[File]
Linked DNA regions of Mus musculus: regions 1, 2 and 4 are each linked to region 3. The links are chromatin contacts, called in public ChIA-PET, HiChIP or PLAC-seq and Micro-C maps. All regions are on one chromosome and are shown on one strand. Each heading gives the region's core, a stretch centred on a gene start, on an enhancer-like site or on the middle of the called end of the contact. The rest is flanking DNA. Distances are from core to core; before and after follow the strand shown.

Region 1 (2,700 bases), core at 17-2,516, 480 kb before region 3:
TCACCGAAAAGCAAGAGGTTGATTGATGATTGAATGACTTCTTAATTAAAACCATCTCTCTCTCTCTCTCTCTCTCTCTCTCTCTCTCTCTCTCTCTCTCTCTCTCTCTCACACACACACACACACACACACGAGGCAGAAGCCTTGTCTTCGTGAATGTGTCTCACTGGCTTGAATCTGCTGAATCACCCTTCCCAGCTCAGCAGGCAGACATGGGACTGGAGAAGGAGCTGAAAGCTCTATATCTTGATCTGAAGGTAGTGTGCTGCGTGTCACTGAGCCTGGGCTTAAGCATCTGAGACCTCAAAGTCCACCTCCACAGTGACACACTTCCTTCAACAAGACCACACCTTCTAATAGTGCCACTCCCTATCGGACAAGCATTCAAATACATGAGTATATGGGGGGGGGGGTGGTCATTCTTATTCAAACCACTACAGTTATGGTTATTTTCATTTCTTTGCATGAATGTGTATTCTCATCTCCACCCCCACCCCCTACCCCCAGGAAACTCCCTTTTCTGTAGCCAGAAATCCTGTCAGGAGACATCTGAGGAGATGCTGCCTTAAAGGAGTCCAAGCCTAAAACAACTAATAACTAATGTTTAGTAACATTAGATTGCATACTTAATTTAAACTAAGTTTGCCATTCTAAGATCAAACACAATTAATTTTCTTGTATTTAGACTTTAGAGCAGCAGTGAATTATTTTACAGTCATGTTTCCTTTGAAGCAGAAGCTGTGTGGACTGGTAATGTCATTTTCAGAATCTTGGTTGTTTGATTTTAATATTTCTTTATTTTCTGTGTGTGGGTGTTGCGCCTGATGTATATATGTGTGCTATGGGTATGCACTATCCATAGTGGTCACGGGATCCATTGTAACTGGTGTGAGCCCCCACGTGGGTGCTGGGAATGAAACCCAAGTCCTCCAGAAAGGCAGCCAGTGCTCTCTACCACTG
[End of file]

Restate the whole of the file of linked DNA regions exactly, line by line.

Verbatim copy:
Linked DNA regions of Mus musculus: regions 1, 2 and 4 are each linked to region 3. The links are chromatin contacts, called in public ChIA-PET, HiChIP or PLAC-seq and Micro-C maps. All regions are on one chromosome and are shown on one strand. Each heading gives the region's core, a stretch centred on a gene start, on an enhancer-like site or on the middle of the called end of the contact. The rest is flanking DNA. Distances are from core to core; before and after follow the strand shown.

Region 1 (2,700 bases), core at 17-2,516, 480 kb before region 3:
TCACCGAAAAGCAAGAGGTTGATTGATGATTGAATGACTTCTTAATTAAAACCATCTCTCTCTCTCTCTCTCTCTCTCTCTCTCTCTCTCTCTCTCTCTCTCTCTCTCTCACACACACACACACACACACACGAGGCAGAAGCCTTGTCTTCGTGAATGTGTCTCACTGGCTTGAATCTGCTGAATCACCCTTCCCAGCTCAGCAGGCAGACATGGGACTGGAGAAGGAGCTGAAAGCTCTATATCTTGATCTGAAGGTAGTGTGCTGCGTGTCACTGAGCCTGGGCTTAAGCATCTGAGACCTCAAAGTCCACCTCCACAGTGACACACTTCCTTCAACAAGACCACACCTTCTAATAGTGCCACTCCCTATCGGACAAGCATTCAAATACATGAGTATATGGGGGGGGGGGTGGTCATTCTTATTCAAACCACTACAGTTATGGTTATTTTCATTTCTTTGCATGAATGTGTATTCTCATCTCCACCCCCACCCCCTACCCCCAGGAAACTCCCTTTTCTGTAGCCAGAAATCCTGTCAGGAGACATCTGAGGAGATGCTGCCTTAAAGGAGTCCAAGCCTAAAACAACTAATAACTAATGTTTAGTAACATTAGATTGCATACTTAATTTAAACTAAGTTTGCCATTCTAAGATCAAACACAATTAATTTTCTTGTATTTAGACTTTAGAGCAGCAGTGAATTATTTTACAGTCATGTTTCCTTTGAAGCAGAAGCTGTGTGGACTGGTAATGTCATTTTCAGAATCTTGGTTGTTTGATTTTAATATTTCTTTATTTTCTGTGTGTGGGTGTTGCGCCTGATGTATATATGTGTGCTATGGGTATGCACTATCCATAGTGGTCACGGGATCCATTGTAACTGGTGTGAGCCCCCACGTGGGTGCTGGGAATGAAACCCAAGTCCTCCAGAAAGGCAGCCAGTGCTCTCTACCACTG